Michael Goldhaber is the internet prophet you’ve never heard of. Here’s a short list of things he saw coming: the complete dominance of the internet, increased shamelessness in politics, terrorists co-opting social media, the rise of reality television, personal websites, oversharing, personal essay, fandoms and online influencer culture — along with the near destruction of our ability to focus.
Now he is deeply concerned about whether the attention economy and a healthy democracy can coexist. Nuanced policy discussions, he says, will almost certainly get simplified into “meaningless slogans” in order to travel farther online, and politicians will continue to stake out more extreme positions and commandeer news cycles. He is worried that, as with Brexit, “Rational discussion of what people stand to gain or lose from policies will be drowned out by the loudest and most ridiculous.”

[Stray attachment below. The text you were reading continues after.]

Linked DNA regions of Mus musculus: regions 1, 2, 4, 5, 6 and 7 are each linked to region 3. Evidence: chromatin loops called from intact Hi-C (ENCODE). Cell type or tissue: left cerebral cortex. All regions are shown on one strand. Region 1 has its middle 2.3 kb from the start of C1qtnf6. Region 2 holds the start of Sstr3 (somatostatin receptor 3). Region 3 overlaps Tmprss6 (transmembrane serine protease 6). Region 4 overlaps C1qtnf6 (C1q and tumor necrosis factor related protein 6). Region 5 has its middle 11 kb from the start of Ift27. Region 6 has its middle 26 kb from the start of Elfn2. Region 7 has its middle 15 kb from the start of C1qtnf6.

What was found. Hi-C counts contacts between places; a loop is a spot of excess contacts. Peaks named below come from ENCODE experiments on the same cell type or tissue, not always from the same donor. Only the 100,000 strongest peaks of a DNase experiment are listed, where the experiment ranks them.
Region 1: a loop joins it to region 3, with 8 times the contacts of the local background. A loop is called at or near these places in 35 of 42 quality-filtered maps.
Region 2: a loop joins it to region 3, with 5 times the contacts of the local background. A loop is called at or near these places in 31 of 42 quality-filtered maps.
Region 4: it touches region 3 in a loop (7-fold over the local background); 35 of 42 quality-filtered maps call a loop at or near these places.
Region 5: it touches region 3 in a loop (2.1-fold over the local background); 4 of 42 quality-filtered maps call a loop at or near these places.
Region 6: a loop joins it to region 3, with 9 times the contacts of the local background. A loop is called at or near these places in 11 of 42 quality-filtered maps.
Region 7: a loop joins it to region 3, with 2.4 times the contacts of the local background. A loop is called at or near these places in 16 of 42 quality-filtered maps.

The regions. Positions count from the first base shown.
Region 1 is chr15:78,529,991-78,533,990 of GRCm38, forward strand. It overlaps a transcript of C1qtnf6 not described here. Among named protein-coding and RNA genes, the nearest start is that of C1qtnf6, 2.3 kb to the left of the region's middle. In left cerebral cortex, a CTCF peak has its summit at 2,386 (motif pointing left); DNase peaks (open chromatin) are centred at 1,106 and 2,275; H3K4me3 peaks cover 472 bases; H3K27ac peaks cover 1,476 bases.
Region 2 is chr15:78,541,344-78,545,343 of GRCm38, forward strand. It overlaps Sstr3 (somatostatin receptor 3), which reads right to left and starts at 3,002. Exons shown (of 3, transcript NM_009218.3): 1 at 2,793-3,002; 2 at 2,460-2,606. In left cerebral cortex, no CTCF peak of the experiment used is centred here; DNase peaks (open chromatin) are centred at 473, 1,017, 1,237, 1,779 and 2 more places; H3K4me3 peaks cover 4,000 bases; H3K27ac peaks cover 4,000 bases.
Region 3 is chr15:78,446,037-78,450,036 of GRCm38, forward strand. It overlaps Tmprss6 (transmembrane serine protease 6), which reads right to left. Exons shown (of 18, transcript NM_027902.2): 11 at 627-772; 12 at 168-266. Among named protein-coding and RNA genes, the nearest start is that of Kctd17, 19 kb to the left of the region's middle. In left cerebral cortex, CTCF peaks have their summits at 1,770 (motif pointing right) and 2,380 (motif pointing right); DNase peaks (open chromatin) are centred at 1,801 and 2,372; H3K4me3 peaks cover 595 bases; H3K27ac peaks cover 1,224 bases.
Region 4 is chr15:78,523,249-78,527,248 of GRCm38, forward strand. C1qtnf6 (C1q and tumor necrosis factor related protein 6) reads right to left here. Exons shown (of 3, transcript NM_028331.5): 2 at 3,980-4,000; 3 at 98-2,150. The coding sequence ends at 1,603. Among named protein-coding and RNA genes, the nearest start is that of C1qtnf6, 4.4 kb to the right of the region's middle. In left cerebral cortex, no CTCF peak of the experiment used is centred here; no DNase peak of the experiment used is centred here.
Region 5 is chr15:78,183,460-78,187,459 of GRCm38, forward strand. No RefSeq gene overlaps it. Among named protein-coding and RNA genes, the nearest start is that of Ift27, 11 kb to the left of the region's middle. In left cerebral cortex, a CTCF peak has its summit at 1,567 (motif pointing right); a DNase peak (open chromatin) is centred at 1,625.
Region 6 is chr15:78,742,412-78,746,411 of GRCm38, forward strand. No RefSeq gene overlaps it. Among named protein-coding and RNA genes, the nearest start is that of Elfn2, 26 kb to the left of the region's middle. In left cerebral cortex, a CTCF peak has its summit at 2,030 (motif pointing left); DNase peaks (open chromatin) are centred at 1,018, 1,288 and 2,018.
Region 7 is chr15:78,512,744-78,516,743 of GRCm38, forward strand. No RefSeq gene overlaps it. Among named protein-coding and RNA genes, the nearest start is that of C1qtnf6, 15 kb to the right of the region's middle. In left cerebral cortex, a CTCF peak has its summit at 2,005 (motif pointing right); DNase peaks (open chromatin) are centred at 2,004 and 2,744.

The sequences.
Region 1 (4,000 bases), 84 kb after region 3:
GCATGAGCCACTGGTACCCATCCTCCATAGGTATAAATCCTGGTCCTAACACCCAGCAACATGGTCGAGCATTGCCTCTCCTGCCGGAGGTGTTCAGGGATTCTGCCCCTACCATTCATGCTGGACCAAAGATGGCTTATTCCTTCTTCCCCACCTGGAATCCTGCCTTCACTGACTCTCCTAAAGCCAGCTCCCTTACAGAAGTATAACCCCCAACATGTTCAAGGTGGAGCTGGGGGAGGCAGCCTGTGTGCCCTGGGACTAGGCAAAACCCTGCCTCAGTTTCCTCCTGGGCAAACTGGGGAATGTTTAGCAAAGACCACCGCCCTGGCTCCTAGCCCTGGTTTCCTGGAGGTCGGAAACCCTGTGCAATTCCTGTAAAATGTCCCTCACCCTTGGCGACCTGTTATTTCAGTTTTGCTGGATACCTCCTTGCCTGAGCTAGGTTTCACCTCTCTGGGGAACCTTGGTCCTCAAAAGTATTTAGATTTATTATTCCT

“We struggle to attune ourselves to groups of people who feel they’re not getting the attention they deserve, and we ought to get better at sensing that feeling earlier,” he said. “Because it’s a powerful, dangerous feeling.”
Attention is a bit like the air we breathe. The perceived lack of attention is therefore as easy to exploit as an urgent need for oxygen. Fighting disinformation we need to pay attention to that fact.